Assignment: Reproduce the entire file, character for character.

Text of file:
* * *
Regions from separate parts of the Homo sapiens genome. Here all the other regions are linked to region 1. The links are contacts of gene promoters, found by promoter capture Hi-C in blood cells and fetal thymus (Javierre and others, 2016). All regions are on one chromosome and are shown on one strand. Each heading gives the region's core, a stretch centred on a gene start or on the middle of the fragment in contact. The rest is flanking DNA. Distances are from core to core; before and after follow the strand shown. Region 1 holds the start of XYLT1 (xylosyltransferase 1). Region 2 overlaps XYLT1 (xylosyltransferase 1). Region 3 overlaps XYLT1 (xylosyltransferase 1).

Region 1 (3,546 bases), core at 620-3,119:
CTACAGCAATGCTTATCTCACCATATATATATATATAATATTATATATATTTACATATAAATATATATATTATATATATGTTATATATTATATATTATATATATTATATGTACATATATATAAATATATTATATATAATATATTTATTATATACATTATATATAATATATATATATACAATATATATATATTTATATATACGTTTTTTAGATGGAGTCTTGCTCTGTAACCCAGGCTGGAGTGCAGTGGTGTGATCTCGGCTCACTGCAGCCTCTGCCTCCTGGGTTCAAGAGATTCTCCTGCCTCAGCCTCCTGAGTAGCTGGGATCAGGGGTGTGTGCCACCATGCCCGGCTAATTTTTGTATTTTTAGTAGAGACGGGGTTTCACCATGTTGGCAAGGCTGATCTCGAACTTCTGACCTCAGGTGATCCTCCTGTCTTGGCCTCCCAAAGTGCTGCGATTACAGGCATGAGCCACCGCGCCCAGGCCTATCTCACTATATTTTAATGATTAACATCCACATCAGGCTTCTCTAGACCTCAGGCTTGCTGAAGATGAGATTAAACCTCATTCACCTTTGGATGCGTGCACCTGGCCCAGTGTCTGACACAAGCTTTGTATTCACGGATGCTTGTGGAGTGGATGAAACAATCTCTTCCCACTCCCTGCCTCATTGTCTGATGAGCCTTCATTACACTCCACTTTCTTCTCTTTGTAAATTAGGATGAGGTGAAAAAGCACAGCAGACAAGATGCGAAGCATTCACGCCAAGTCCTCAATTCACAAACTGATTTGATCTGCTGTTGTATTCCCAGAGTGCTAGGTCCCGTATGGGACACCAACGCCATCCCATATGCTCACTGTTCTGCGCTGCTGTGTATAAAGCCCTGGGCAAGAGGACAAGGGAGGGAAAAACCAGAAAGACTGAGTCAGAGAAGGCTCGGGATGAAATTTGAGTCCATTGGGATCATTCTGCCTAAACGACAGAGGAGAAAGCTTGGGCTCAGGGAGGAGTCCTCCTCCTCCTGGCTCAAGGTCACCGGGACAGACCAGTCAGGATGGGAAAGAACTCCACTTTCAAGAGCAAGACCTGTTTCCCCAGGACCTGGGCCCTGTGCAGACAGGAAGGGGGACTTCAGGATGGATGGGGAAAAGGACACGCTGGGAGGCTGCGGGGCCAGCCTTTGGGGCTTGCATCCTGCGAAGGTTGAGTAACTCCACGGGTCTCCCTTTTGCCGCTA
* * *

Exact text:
Regions from separate parts of the Homo sapiens genome. Here all the other regions are linked to region 1. The links are contacts of gene promoters, found by promoter capture Hi-C in blood cells and fetal thymus (Javierre and others, 2016). All regions are on one chromosome and are shown on one strand. Each heading gives the region's core, a stretch centred on a gene start or on the middle of the fragment in contact. The rest is flanking DNA. Distances are from core to core; before and after follow the strand shown. Region 1 holds the start of XYLT1 (xylosyltransferase 1). Region 2 overlaps XYLT1 (xylosyltransferase 1). Region 3 overlaps XYLT1 (xylosyltransferase 1).

Region 1 (3,546 bases), core at 620-3,119:
CTACAGCAATGCTTATCTCACCATATATATATATATAATATTATATATATTTACATATAAATATATATATTATATATATGTTATATATTATATATTATATATATTATATGTACATATATATAAATATATTATATATAATATATTTATTATATACATTATATATAATATATATATATACAATATATATATATTTATATATACGTTTTTTAGATGGAGTCTTGCTCTGTAACCCAGGCTGGAGTGCAGTGGTGTGATCTCGGCTCACTGCAGCCTCTGCCTCCTGGGTTCAAGAGATTCTCCTGCCTCAGCCTCCTGAGTAGCTGGGATCAGGGGTGTGTGCCACCATGCCCGGCTAATTTTTGTATTTTTAGTAGAGACGGGGTTTCACCATGTTGGCAAGGCTGATCTCGAACTTCTGACCTCAGGTGATCCTCCTGTCTTGGCCTCCCAAAGTGCTGCGATTACAGGCATGAGCCACCGCGCCCAGGCCTATCTCACTATATTTTAATGATTAACATCCACATCAGGCTTCTCTAGACCTCAGGCTTGCTGAAGATGAGATTAAACCTCATTCACCTTTGGATGCGTGCACCTGGCCCAGTGTCTGACACAAGCTTTGTATTCACGGATGCTTGTGGAGTGGATGAAACAATCTCTTCCCACTCCCTGCCTCATTGTCTGATGAGCCTTCATTACACTCCACTTTCTTCTCTTTGTAAATTAGGATGAGGTGAAAAAGCACAGCAGACAAGATGCGAAGCATTCACGCCAAGTCCTCAATTCACAAACTGATTTGATCTGCTGTTGTATTCCCAGAGTGCTAGGTCCCGTATGGGACACCAACGCCATCCCATATGCTCACTGTTCTGCGCTGCTGTGTATAAAGCCCTGGGCAAGAGGACAAGGGAGGGAAAAACCAGAAAGACTGAGTCAGAGAAGGCTCGGGATGAAATTTGAGTCCATTGGGATCATTCTGCCTAAACGACAGAGGAGAAAGCTTGGGCTCAGGGAGGAGTCCTCCTCCTCCTGGCTCAAGGTCACCGGGACAGACCAGTCAGGATGGGAAAGAACTCCACTTTCAAGAGCAAGACCTGTTTCCCCAGGACCTGGGCCCTGTGCAGACAGGAAGGGGGACTTCAGGATGGATGGGGAAAAGGACACGCTGGGAGGCTGCGGGGCCAGCCTTTGGGGCTTGCATCCTGCGAAGGTTGAGTAACTCCACGGGTCTCCCTTTTGCCGCTA